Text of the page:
College Football Professor’s July 4th reflections

The Fourth of July is always a good time to reflect on our American heritage, which has been made possible by heroic individuals like George Washington, John Adams, Sergeant York, John McCain, and Jeremiah Denton. Those are only a few names from a long list. Because of the contributions of the aforementioned and others, citizens like us can enjoy countless pleasurable experiences in life. One is college football. As the College Football Professor, I thought I would reflect on the positive contributions of players who have been role models.

During my teen years, one of the athletes who gave me great inspiration was Gilbert Leroy “Buddy” Dial, an All-American football player at Rice University. His dynamic ability to catch passes helped put him into the College Football Hall of Fame. In 1958, he joined the likes of LSU’s Billy Cannon, Auburn’s Zeke Smith, and Army’s Pete Dawkins (Heisman Trophy winner and great American) as consensus All-Americans. Dial was drafted by the New York Giants in the second round of the 1959 NFL Draft, but he was cut. He then signed with the Pittsburgh Steelers, where he was All-Pro three times. After six seasons, he went home to Texas to finish his NFL career. He played three years with the Dallas Cowboys.

Dial was an inspiration to me because of his character, faith and the way he excelled as a player. He was my hero, a role-model, someone I desired to emulate. I spent endless hours practicing catching passes like him, learning his stiff-arm technique and running Dial-like precision patterns. Even though I worked hard to be a prolific wide receiver like Buddy Dial, it never happened because of my lack of athletic ability. What did bring lifelong impact from my role model was the encouragement and inspiration he demonstrated with his character, commitment and faith. The lessons I learned from Dial were invaluable in helping me discover the fullness of a life of faith. While my athletic ability was not on the level of a Buddy Dial, my walk of faith did not depend on my ability. Yes, I worked hard to be disciplined in my life and it helped greatly. Yes, the lessons I learned from Dial helped greatly. But those things alone did not make me.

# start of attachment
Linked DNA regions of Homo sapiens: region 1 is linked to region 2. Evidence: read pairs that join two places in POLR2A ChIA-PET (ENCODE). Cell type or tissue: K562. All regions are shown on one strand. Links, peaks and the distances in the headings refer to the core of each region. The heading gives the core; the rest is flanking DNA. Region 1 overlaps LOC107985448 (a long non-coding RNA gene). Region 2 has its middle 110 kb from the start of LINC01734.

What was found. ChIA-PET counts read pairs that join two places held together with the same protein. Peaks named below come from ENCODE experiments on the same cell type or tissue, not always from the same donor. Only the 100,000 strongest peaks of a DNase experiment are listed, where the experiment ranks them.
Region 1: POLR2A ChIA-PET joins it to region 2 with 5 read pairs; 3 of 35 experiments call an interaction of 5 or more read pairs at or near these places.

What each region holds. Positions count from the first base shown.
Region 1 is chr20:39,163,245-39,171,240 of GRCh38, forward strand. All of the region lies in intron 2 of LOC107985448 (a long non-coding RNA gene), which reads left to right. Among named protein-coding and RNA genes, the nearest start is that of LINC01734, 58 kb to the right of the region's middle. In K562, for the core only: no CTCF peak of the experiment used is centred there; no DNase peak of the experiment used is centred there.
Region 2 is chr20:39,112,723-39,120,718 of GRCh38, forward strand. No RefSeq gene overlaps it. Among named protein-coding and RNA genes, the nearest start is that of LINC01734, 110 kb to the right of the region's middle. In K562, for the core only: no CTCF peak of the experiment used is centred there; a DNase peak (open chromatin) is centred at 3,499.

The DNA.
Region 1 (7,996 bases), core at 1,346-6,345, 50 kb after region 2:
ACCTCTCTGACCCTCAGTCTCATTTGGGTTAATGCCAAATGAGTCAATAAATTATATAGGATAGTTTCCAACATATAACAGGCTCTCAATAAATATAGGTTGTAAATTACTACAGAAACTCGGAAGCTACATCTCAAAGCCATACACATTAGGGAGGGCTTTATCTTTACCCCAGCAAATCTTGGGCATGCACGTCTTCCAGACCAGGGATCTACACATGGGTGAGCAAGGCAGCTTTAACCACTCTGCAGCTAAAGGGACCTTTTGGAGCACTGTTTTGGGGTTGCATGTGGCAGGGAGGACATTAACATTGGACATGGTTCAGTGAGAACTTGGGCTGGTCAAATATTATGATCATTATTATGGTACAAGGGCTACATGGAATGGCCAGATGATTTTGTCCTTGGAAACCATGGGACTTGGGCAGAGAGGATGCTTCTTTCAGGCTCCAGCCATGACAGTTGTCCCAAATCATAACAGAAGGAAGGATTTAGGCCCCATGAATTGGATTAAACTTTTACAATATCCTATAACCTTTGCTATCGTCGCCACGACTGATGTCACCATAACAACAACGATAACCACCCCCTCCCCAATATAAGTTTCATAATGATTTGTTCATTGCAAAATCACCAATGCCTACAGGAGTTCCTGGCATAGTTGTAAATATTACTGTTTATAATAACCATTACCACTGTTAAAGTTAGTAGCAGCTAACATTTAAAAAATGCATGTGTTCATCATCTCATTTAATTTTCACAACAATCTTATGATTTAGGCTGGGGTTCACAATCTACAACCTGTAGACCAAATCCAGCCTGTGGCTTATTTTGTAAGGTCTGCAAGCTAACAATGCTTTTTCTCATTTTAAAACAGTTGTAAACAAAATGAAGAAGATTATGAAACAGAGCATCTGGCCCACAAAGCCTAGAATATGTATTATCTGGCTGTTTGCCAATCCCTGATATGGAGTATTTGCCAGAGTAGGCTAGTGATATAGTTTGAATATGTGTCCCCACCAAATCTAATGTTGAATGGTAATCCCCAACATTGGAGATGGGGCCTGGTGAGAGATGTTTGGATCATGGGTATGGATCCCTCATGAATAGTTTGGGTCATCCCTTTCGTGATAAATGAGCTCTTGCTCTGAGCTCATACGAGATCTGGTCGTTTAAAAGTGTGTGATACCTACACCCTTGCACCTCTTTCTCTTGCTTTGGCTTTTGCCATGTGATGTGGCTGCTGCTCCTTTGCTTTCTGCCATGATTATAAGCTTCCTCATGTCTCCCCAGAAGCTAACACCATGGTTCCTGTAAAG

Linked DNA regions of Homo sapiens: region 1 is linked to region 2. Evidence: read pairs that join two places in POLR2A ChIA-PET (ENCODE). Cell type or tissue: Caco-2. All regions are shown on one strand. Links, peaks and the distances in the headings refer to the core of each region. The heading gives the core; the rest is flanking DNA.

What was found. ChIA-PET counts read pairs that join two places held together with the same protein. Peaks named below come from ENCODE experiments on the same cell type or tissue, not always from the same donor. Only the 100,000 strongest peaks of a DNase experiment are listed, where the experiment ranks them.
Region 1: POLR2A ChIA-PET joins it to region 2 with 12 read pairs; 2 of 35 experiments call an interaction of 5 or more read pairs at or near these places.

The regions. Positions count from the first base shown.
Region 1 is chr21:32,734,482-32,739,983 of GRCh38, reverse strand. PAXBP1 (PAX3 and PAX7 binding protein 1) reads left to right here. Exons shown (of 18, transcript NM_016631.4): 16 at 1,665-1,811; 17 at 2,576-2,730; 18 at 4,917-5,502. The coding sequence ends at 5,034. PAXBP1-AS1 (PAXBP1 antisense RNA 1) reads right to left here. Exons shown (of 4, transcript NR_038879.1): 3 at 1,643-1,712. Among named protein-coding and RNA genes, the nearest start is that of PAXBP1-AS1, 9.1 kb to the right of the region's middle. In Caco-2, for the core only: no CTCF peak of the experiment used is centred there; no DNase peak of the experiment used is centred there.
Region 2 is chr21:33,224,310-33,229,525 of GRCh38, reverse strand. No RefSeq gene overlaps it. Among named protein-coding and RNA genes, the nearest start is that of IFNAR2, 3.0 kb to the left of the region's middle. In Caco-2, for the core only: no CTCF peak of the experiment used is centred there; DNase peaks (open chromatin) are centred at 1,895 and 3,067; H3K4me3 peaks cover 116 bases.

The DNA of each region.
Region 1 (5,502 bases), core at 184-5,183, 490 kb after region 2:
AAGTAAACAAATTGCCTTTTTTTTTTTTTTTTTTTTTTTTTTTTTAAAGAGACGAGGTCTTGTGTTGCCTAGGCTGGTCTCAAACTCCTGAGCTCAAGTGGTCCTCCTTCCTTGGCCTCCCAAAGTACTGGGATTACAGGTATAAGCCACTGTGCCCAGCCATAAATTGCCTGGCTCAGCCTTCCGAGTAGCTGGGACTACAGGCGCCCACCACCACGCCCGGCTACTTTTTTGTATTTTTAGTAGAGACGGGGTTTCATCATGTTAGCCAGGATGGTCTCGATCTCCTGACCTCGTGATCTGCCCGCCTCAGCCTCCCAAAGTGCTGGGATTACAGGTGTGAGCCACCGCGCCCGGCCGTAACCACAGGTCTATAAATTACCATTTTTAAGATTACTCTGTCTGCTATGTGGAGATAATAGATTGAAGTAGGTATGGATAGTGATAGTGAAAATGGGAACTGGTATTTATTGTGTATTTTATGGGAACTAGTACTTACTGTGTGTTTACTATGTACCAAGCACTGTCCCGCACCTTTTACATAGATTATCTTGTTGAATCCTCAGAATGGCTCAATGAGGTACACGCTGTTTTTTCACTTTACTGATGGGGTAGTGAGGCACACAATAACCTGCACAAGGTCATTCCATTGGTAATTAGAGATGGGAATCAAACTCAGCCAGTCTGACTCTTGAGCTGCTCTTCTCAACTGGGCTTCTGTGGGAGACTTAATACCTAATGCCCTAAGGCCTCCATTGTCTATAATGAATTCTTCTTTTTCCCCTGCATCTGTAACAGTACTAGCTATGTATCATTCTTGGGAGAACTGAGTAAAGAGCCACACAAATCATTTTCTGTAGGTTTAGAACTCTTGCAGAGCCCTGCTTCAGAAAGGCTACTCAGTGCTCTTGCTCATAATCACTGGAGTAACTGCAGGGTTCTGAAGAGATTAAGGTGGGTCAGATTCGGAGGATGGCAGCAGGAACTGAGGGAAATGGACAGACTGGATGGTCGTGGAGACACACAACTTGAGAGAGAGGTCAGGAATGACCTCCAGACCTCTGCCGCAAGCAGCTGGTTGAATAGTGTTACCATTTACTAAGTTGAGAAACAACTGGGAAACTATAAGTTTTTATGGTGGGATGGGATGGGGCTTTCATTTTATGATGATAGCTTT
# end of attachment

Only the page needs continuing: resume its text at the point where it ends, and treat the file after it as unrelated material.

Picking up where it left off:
A role model or hero does not make us what we ought to be, but they help us to see what we can be. Buddy Dial’s faith in God helped trigger in me an understanding that God’s love for me is so great that He gave His Son for me and His grace enables me to be what He intended me to be.

It is well documented that Buddy Dial had a difficult time in the later years of his life. Because of severe injuries during his NFL career, he had significant health problems brought on by his abuse of painkilling drugs. He did receive treatment for these pain-killers in the late 1980s, but by then his health had taken a drastic toll. A role model is not infallible. We are helped and encouraged by those who live life with purpose and character like Tim Tebow, Jay Barker, A. C. Green, Jonathan Byrd and Barrett Jones. But we know that all of us are fallible. A role model is one who has found direction, purpose and resource for living life and they help others discover meaning and direction in their life.

Comments

College Football Professor’s July 4th reflections — 2 Comments

  1. Great article, Professor. I always look forward to your articles. Can’t wait for kickoff. RA

  2. Tremendous piece, Professor. Lots of heartfelt points made. Thanks for the read.